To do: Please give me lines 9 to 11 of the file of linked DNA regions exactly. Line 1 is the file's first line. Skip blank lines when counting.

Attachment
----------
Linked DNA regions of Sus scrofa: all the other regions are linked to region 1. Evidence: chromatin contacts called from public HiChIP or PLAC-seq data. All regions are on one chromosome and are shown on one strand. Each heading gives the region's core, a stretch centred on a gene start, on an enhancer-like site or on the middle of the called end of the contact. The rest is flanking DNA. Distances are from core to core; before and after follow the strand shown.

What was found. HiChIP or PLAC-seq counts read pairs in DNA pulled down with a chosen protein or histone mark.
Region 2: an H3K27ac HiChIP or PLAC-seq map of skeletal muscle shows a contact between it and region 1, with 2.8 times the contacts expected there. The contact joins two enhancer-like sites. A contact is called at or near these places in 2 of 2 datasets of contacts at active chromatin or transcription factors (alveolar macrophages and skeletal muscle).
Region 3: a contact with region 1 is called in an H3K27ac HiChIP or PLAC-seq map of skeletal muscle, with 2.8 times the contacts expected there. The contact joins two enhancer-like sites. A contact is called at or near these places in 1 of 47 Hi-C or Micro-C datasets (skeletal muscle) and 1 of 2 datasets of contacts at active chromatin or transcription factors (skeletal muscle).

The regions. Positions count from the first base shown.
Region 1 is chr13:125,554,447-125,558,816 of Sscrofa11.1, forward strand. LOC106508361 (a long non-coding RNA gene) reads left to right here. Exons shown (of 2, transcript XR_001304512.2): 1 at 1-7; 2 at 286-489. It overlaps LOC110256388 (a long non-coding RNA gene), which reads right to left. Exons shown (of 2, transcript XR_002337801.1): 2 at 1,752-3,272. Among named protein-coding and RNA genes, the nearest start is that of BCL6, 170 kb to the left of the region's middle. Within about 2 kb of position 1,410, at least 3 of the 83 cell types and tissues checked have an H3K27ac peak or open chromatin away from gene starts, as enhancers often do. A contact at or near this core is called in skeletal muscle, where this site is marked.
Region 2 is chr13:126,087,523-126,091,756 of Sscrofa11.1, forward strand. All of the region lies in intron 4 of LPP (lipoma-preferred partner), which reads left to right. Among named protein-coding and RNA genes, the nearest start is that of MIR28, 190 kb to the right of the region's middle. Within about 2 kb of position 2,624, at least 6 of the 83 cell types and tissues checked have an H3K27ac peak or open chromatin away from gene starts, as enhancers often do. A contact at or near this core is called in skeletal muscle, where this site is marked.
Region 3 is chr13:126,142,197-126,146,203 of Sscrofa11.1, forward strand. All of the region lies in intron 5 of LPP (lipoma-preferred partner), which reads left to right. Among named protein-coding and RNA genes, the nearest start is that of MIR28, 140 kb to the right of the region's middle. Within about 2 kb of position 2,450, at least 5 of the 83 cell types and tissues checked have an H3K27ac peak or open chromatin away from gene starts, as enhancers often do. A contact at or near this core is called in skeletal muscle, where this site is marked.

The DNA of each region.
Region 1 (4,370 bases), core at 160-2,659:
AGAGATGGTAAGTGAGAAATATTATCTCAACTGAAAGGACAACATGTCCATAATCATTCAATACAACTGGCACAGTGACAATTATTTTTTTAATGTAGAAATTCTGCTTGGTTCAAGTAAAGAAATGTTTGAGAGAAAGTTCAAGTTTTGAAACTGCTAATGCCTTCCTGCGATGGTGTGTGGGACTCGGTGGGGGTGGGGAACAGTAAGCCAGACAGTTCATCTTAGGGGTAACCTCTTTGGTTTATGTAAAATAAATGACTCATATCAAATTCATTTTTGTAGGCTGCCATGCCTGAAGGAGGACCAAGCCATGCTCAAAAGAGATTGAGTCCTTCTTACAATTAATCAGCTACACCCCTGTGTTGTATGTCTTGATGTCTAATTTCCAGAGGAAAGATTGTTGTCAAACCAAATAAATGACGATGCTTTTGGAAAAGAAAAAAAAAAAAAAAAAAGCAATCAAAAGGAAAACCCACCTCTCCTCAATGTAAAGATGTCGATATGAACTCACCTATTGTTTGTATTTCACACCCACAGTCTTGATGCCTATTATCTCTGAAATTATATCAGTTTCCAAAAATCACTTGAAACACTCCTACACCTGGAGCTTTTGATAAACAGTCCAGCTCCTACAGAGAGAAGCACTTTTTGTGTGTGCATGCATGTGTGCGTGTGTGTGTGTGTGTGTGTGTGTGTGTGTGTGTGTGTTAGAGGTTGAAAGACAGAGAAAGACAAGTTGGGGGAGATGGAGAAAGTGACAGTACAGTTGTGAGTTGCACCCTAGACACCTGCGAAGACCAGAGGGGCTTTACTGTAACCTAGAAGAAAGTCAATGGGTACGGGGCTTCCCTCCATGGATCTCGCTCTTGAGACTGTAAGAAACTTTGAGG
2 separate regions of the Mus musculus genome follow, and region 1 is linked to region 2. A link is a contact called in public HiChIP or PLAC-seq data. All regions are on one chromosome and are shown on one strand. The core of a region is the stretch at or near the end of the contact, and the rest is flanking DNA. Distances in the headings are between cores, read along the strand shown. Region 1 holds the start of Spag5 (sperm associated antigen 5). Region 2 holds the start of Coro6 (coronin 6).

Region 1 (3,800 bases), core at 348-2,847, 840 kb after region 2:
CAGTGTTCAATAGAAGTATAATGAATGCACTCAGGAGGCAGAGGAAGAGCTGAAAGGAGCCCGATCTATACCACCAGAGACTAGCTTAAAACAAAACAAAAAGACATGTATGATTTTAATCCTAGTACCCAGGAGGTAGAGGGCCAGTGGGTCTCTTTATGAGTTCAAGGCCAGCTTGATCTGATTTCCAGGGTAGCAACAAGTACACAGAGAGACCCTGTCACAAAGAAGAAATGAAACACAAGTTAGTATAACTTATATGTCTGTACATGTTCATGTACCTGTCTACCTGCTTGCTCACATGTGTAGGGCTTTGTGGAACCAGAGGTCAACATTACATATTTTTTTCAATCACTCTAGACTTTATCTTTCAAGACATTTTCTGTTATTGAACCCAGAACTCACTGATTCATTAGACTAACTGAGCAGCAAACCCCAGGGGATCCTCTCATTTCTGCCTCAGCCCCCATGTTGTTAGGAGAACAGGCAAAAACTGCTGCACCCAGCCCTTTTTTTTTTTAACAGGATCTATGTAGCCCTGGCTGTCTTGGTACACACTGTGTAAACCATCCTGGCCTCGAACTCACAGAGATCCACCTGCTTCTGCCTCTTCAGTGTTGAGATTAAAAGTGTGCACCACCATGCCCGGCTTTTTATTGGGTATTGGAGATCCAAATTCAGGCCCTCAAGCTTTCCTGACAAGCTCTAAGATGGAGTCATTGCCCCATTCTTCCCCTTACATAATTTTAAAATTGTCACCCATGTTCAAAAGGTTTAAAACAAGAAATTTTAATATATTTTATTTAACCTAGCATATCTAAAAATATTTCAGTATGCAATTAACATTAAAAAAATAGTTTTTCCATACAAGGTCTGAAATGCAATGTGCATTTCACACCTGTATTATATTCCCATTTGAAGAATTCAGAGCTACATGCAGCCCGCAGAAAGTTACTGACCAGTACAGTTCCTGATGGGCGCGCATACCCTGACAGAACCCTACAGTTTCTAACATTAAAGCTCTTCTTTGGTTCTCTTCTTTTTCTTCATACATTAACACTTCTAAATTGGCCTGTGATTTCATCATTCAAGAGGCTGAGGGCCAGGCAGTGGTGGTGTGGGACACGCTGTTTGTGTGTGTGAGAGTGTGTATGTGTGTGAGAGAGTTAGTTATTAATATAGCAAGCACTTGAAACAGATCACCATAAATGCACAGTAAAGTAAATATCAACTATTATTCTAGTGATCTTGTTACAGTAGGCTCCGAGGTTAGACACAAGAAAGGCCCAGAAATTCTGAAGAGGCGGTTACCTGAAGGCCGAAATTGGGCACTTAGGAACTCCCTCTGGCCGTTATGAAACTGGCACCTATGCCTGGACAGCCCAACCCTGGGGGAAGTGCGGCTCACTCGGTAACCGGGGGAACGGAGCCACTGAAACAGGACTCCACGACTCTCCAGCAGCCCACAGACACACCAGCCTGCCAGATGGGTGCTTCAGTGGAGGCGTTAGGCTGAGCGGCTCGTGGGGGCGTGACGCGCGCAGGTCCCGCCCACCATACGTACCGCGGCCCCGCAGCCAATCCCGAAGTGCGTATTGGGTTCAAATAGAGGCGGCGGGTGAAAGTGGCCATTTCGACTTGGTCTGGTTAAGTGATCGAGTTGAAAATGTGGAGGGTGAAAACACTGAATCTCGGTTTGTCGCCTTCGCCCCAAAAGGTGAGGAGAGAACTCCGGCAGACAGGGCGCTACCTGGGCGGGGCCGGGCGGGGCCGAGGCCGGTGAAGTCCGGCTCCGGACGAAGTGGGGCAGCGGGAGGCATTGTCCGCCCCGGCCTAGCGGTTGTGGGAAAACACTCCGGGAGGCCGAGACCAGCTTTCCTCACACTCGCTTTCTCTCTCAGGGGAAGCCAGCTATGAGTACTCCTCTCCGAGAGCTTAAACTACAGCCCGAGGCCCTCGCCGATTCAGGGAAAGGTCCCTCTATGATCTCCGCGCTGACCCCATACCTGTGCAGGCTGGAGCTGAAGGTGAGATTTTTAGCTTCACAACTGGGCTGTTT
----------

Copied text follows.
The DNA of each region.
Region 1 (4,370 bases), core at 160-2,659:
AGAGATGGTAAGTGAGAAATATTATCTCAACTGAAAGGACAACATGTCCATAATCATTCAATACAACTGGCACAGTGACAATTATTTTTTTAATGTAGAAATTCTGCTTGGTTCAAGTAAAGAAATGTTTGAGAGAAAGTTCAAGTTTTGAAACTGCTAATGCCTTCCTGCGATGGTGTGTGGGACTCGGTGGGGGTGGGGAACAGTAAGCCAGACAGTTCATCTTAGGGGTAACCTCTTTGGTTTATGTAAAATAAATGACTCATATCAAATTCATTTTTGTAGGCTGCCATGCCTGAAGGAGGACCAAGCCATGCTCAAAAGAGATTGAGTCCTTCTTACAATTAATCAGCTACACCCCTGTGTTGTATGTCTTGATGTCTAATTTCCAGAGGAAAGATTGTTGTCAAACCAAATAAATGACGATGCTTTTGGAAAAGAAAAAAAAAAAAAAAAAAGCAATCAAAAGGAAAACCCACCTCTCCTCAATGTAAAGATGTCGATATGAACTCACCTATTGTTTGTATTTCACACCCACAGTCTTGATGCCTATTATCTCTGAAATTATATCAGTTTCCAAAAATCACTTGAAACACTCCTACACCTGGAGCTTTTGATAAACAGTCCAGCTCCTACAGAGAGAAGCACTTTTTGTGTGTGCATGCATGTGTGCGTGTGTGTGTGTGTGTGTGTGTGTGTGTGTGTGTGTGTTAGAGGTTGAAAGACAGAGAAAGACAAGTTGGGGGAGATGGAGAAAGTGACAGTACAGTTGTGAGTTGCACCCTAGACACCTGCGAAGACCAGAGGGGCTTTACTGTAACCTAGAAGAAAGTCAATGGGTACGGGGCTTCCCTCCATGGATCTCGCTCTTGAGACTGTAAGAAACTTTGAGG